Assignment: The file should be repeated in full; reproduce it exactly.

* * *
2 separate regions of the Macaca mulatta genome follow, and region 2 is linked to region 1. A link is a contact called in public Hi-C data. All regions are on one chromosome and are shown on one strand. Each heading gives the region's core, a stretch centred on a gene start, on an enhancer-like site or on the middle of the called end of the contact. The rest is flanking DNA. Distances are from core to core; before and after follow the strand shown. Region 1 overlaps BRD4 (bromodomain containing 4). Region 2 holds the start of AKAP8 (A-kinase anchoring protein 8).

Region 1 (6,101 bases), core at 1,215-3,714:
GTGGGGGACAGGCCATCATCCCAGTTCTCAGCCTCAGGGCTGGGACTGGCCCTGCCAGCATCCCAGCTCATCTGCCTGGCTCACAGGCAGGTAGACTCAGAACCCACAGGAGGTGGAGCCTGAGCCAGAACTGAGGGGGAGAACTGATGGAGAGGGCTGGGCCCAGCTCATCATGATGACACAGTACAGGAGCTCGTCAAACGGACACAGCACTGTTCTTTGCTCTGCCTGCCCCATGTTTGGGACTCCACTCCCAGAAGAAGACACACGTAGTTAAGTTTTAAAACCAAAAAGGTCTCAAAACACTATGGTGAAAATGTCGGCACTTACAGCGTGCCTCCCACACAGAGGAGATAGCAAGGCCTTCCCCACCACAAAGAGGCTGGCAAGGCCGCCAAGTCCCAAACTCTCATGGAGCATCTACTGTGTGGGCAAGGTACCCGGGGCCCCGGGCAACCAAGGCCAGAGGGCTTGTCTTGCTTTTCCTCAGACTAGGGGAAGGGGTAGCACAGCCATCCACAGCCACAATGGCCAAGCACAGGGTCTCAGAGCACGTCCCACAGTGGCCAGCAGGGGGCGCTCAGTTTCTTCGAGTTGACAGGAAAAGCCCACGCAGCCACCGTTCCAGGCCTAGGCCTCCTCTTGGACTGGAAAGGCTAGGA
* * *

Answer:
2 separate regions of the Macaca mulatta genome follow, and region 2 is linked to region 1. A link is a contact called in public Hi-C data. All regions are on one chromosome and are shown on one strand. Each heading gives the region's core, a stretch centred on a gene start, on an enhancer-like site or on the middle of the called end of the contact. The rest is flanking DNA. Distances are from core to core; before and after follow the strand shown. Region 1 overlaps BRD4 (bromodomain containing 4). Region 2 holds the start of AKAP8 (A-kinase anchoring protein 8).

Region 1 (6,101 bases), core at 1,215-3,714:
GTGGGGGACAGGCCATCATCCCAGTTCTCAGCCTCAGGGCTGGGACTGGCCCTGCCAGCATCCCAGCTCATCTGCCTGGCTCACAGGCAGGTAGACTCAGAACCCACAGGAGGTGGAGCCTGAGCCAGAACTGAGGGGGAGAACTGATGGAGAGGGCTGGGCCCAGCTCATCATGATGACACAGTACAGGAGCTCGTCAAACGGACACAGCACTGTTCTTTGCTCTGCCTGCCCCATGTTTGGGACTCCACTCCCAGAAGAAGACACACGTAGTTAAGTTTTAAAACCAAAAAGGTCTCAAAACACTATGGTGAAAATGTCGGCACTTACAGCGTGCCTCCCACACAGAGGAGATAGCAAGGCCTTCCCCACCACAAAGAGGCTGGCAAGGCCGCCAAGTCCCAAACTCTCATGGAGCATCTACTGTGTGGGCAAGGTACCCGGGGCCCCGGGCAACCAAGGCCAGAGGGCTTGTCTTGCTTTTCCTCAGACTAGGGGAAGGGGTAGCACAGCCATCCACAGCCACAATGGCCAAGCACAGGGTCTCAGAGCACGTCCCACAGTGGCCAGCAGGGGGCGCTCAGTTTCTTCGAGTTGACAGGAAAAGCCCACGCAGCCACCGTTCCAGGCCTAGGCCTCCTCTTGGACTGGAAAGGCTAGGA